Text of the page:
Going, Going, Gone - Essay #4
How about some good ideas?
I read last week that one of Hong Kong's most popular and familiar attractions, the Peak Tram, a funicular that carries folks up to the island's physical zenith, is closed for an overhaul.
The last one was in the ’80s, when the conveyance was 100 years old. I poked around and found a couple of news articles that told me the Stairway to Heaven in Oahu, also known as the Haiku Stairs, have been closed permanently due to overuse. Technically, they’ve been shuttered for almost 40 years, but people sneak in, climb, vandalize, etc. and so in the coming months by municipal government decree, they will be dismantled. And the list goes on.
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I got to thinking: What else is going…going…gone? Everything in my world is closed, closing, has limited hours, limited access, or is temporarily out of service. That’s an exaggeration, but it sure feels that way. Anyone’s holiday travel plans get SNAFU-ed? Mine did. Every holiday party I was invited to got canceled. We even postponed our own office party. And forget about any spring break plans. I am still guessing (fingers crossed) that summer 2022 will be my first vacation in, well, a long time. As I write this, four cruise ships—big ones from Holland America, Royal Caribbean, Seven Seas and Carnival—are reporting C-19 outbreaks and have been denied entry and/or turned away from foreign ports in the last week. My kid could’ve told you cruising was a bad idea during an explosion of Covid.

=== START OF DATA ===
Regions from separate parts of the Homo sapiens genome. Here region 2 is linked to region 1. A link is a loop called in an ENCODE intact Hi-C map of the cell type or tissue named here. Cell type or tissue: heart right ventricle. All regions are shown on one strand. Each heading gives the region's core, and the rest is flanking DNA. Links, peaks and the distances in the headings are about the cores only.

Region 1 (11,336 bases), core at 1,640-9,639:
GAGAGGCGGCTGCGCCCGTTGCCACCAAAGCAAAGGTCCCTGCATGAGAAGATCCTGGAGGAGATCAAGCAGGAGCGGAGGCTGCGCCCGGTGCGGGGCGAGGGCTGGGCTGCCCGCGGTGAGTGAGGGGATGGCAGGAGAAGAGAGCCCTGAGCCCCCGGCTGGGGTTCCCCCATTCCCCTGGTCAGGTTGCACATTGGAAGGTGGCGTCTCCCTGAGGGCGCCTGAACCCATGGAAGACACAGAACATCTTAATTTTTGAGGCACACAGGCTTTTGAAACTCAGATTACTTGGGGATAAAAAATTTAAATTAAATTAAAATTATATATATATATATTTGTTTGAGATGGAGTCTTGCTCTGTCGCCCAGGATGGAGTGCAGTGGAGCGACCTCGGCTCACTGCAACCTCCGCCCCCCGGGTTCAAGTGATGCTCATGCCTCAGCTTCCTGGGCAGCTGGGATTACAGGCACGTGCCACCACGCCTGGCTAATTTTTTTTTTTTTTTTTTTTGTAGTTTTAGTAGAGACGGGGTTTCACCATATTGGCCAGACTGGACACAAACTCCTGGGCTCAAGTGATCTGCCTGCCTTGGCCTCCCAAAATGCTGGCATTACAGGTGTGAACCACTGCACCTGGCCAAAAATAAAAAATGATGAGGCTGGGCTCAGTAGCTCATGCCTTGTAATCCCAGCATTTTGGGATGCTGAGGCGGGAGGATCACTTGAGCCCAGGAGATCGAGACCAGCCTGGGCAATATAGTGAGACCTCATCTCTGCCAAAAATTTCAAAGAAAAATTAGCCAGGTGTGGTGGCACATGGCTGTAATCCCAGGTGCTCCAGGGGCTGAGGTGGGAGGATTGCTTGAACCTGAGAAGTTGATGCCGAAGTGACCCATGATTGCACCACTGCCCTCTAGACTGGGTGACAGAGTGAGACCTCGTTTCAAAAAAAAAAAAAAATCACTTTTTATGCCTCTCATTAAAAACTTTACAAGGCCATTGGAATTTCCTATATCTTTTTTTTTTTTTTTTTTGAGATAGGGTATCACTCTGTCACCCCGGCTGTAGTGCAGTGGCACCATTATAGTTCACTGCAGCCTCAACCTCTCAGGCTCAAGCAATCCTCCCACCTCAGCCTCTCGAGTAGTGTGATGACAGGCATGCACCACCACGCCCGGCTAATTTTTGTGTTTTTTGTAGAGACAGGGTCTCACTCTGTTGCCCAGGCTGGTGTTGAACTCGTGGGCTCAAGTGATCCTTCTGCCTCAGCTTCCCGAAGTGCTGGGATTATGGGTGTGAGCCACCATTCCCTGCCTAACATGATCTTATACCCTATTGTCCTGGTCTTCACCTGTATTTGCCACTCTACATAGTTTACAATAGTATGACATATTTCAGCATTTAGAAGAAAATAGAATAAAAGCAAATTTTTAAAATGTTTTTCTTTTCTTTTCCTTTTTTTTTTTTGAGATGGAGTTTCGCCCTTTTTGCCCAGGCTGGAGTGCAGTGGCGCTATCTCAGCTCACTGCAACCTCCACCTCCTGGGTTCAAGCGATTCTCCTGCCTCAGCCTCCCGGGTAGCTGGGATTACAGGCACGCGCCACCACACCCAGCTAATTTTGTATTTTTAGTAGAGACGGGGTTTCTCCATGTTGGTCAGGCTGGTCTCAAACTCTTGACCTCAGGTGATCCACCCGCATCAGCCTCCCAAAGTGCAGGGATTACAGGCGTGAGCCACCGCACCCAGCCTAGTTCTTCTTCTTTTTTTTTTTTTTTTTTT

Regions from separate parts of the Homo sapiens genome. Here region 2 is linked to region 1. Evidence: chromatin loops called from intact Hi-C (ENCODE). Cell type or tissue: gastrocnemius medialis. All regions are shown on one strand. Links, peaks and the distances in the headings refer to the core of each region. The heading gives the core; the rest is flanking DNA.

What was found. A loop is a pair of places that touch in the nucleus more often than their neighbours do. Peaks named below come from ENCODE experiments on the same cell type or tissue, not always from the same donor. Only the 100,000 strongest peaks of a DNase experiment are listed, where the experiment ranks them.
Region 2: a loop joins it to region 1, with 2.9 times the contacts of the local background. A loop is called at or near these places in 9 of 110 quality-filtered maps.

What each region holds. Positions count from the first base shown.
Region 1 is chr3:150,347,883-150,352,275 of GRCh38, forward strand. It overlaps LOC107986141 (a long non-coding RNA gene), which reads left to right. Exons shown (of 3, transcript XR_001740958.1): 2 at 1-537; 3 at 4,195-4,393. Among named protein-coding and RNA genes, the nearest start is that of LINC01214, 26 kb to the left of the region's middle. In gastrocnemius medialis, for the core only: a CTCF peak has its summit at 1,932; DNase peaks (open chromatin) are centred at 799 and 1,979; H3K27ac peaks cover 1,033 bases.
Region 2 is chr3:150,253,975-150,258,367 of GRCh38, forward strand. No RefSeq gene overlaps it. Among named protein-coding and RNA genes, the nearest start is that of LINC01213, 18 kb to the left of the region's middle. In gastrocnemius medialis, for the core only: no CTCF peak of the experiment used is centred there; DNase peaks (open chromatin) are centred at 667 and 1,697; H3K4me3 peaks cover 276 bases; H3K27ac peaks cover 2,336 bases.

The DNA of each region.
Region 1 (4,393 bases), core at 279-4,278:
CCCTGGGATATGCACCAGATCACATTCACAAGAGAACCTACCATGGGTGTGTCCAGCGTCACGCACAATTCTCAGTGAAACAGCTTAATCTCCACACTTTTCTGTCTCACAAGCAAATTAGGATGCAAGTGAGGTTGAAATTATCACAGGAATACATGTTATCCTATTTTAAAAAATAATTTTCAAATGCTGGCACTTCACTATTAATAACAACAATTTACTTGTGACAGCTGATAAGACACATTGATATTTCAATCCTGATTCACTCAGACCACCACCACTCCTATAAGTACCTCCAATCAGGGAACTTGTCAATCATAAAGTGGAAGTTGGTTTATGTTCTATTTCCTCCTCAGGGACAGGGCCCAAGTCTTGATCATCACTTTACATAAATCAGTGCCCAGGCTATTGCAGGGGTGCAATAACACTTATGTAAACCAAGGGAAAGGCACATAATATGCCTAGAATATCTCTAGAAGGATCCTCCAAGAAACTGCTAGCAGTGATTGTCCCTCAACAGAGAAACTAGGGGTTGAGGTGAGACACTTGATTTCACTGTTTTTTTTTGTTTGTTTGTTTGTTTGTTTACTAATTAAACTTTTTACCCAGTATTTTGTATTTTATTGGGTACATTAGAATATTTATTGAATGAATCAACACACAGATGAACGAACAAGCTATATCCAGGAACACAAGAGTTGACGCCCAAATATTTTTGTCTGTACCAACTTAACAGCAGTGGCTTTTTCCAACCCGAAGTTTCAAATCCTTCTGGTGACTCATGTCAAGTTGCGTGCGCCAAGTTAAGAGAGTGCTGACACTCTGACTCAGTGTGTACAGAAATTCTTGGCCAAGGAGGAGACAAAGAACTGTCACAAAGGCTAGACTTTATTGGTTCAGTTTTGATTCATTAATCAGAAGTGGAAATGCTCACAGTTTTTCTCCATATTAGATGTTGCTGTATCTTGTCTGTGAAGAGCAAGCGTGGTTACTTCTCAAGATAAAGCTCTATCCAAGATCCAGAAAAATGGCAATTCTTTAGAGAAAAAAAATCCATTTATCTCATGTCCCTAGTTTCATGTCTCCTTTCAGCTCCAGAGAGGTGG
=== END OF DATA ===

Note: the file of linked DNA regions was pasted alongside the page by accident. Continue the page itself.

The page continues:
I have been pretty wistful, gazing into my crystal ball thinking of where I want to go right now. My dreams want to take me on a boat sailing through the Caribbean for 10 days, stopping only where there aren’t people, or for supplies… Prime Luxury Rentals out of Miami will get you something on a last minute notice. Yacht.Vacations is a good aggregator of all kinds of boats to take you anywhere you like. But it’s basically a specialty search engine.
By the way, NONE of these enterprises know me and I have no relationship with them at all.
Kinetic Yachts is a global broker for sales/rentals, and I do get quarterly emails from them because many years ago I was looking to rent something. It didn’t happen because of my schedule but I do fantasize about the “Twilight Zone”-ish idea of me sailing along only to dock up one day to find the world has ended. Maybe it’s because I just saw news about the big cruise liners denied entry to ports they regularly dock in… or perhaps because I saw the new Adam McKay movie “Don’t Look Up,” which is abso-f*ckin’-lutely superb and great thought fodder about media and modern-day America.
Anyway, I would love to sail through the British Virgin Islands on my Covid-free boat rental. I want to see if Foxy’s on Jost Van Dyke is still up and running. Decades ago, and I mean many decades ago, Foxy’s was THE place to be on NYE, a joint where the rum ran freely and the mushroom tea poured easily, and boats tied up one after another to partake in the best party in the islands. Please tell me that debauched marvel is still around! If it is, I have 100 bucks that says it’s pretty well commercialized. If it is, good for Foxy. It would mean he cashed in pretty well. Back in the day, while he certainly made some bank, he was always more about the good time than the almighty dollar.
Is Paris open? Asking for real. My best days on the road have been spent in the City of Lights. I told you about some new places last week but I wonder if all the places I went to on one epic food day when I was writing my first book are still open?
• Institut National de la Recherche Agronomique, where I met Hervé This
• Caviar Kaspia
• Maison de la Truffe
• Pierre Hermé
• Poilâne (the OG location)